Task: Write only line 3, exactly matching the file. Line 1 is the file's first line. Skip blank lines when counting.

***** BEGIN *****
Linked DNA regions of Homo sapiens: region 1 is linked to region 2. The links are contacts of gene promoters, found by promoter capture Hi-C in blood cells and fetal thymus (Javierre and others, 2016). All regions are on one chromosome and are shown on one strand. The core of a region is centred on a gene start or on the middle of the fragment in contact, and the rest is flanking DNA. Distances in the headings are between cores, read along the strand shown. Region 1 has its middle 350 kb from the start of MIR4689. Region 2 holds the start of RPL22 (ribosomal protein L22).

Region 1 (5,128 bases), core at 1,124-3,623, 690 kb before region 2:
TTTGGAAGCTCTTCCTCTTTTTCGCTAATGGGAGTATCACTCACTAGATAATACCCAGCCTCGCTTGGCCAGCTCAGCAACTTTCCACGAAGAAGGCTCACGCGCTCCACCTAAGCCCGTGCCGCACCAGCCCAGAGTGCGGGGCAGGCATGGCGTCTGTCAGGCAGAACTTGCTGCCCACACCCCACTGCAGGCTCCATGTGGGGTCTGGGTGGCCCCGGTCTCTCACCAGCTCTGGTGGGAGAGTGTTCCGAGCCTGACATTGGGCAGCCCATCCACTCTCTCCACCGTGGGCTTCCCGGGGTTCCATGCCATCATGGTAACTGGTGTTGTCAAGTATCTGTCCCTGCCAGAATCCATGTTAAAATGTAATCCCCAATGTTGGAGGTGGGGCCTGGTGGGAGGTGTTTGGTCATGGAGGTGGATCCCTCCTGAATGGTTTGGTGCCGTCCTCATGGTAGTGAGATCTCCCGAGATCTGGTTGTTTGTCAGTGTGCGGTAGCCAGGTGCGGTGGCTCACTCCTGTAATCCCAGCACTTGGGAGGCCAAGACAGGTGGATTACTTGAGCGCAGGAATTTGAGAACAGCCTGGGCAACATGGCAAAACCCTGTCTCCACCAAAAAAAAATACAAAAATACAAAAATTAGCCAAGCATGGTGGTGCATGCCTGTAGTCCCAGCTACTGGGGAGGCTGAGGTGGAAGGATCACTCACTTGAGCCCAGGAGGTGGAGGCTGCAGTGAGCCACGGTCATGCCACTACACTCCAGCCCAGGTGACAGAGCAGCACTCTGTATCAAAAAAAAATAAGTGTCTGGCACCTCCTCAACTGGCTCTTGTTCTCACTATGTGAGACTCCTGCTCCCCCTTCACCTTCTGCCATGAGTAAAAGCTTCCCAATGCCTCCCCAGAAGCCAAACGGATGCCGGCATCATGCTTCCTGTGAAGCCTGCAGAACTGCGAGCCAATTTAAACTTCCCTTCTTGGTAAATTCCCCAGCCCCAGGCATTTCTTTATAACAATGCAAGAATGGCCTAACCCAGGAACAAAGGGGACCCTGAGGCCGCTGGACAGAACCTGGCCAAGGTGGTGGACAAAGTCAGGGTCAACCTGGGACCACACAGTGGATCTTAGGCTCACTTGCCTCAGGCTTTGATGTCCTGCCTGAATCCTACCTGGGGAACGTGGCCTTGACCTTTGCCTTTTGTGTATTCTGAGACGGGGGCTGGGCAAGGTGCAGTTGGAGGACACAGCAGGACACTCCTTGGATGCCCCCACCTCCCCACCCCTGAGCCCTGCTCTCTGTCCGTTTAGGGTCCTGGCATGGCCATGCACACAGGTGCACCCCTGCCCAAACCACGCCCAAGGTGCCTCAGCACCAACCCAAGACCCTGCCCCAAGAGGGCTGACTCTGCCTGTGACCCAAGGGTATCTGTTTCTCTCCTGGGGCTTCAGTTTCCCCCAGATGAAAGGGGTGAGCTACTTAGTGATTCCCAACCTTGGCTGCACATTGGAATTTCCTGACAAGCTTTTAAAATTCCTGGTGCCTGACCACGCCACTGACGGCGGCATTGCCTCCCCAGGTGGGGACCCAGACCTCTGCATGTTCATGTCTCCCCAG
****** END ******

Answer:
TTTGGAAGCTCTTCCTCTTTTTCGCTAATGGGAGTATCACTCACTAGATAATACCCAGCCTCGCTTGGCCAGCTCAGCAACTTTCCACGAAGAAGGCTCACGCGCTCCACCTAAGCCCGTGCCGCACCAGCCCAGAGTGCGGGGCAGGCATGGCGTCTGTCAGGCAGAACTTGCTGCCCACACCCCACTGCAGGCTCCATGTGGGGTCTGGGTGGCCCCGGTCTCTCACCAGCTCTGGTGGGAGAGTGTTCCGAGCCTGACATTGGGCAGCCCATCCACTCTCTCCACCGTGGGCTTCCCGGGGTTCCATGCCATCATGGTAACTGGTGTTGTCAAGTATCTGTCCCTGCCAGAATCCATGTTAAAATGTAATCCCCAATGTTGGAGGTGGGGCCTGGTGGGAGGTGTTTGGTCATGGAGGTGGATCCCTCCTGAATGGTTTGGTGCCGTCCTCATGGTAGTGAGATCTCCCGAGATCTGGTTGTTTGTCAGTGTGCGGTAGCCAGGTGCGGTGGCTCACTCCTGTAATCCCAGCACTTGGGAGGCCAAGACAGGTGGATTACTTGAGCGCAGGAATTTGAGAACAGCCTGGGCAACATGGCAAAACCCTGTCTCCACCAAAAAAAAATACAAAAATACAAAAATTAGCCAAGCATGGTGGTGCATGCCTGTAGTCCCAGCTACTGGGGAGGCTGAGGTGGAAGGATCACTCACTTGAGCCCAGGAGGTGGAGGCTGCAGTGAGCCACGGTCATGCCACTACACTCCAGCCCAGGTGACAGAGCAGCACTCTGTATCAAAAAAAAATAAGTGTCTGGCACCTCCTCAACTGGCTCTTGTTCTCACTATGTGAGACTCCTGCTCCCCCTTCACCTTCTGCCATGAGTAAAAGCTTCCCAATGCCTCCCCAGAAGCCAAACGGATGCCGGCATCATGCTTCCTGTGAAGCCTGCAGAACTGCGAGCCAATTTAAACTTCCCTTCTTGGTAAATTCCCCAGCCCCAGGCATTTCTTTATAACAATGCAAGAATGGCCTAACCCAGGAACAAAGGGGACCCTGAGGCCGCTGGACAGAACCTGGCCAAGGTGGTGGACAAAGTCAGGGTCAACCTGGGACCACACAGTGGATCTTAGGCTCACTTGCCTCAGGCTTTGATGTCCTGCCTGAATCCTACCTGGGGAACGTGGCCTTGACCTTTGCCTTTTGTGTATTCTGAGACGGGGGCTGGGCAAGGTGCAGTTGGAGGACACAGCAGGACACTCCTTGGATGCCCCCACCTCCCCACCCCTGAGCCCTGCTCTCTGTCCGTTTAGGGTCCTGGCATGGCCATGCACACAGGTGCACCCCTGCCCAAACCACGCCCAAGGTGCCTCAGCACCAACCCAAGACCCTGCCCCAAGAGGGCTGACTCTGCCTGTGACCCAAGGGTATCTGTTTCTCTCCTGGGGCTTCAGTTTCCCCCAGATGAAAGGGGTGAGCTACTTAGTGATTCCCAACCTTGGCTGCACATTGGAATTTCCTGACAAGCTTTTAAAATTCCTGGTGCCTGACCACGCCACTGACGGCGGCATTGCCTCCCCAGGTGGGGACCCAGACCTCTGCATGTTCATGTCTCCCCAG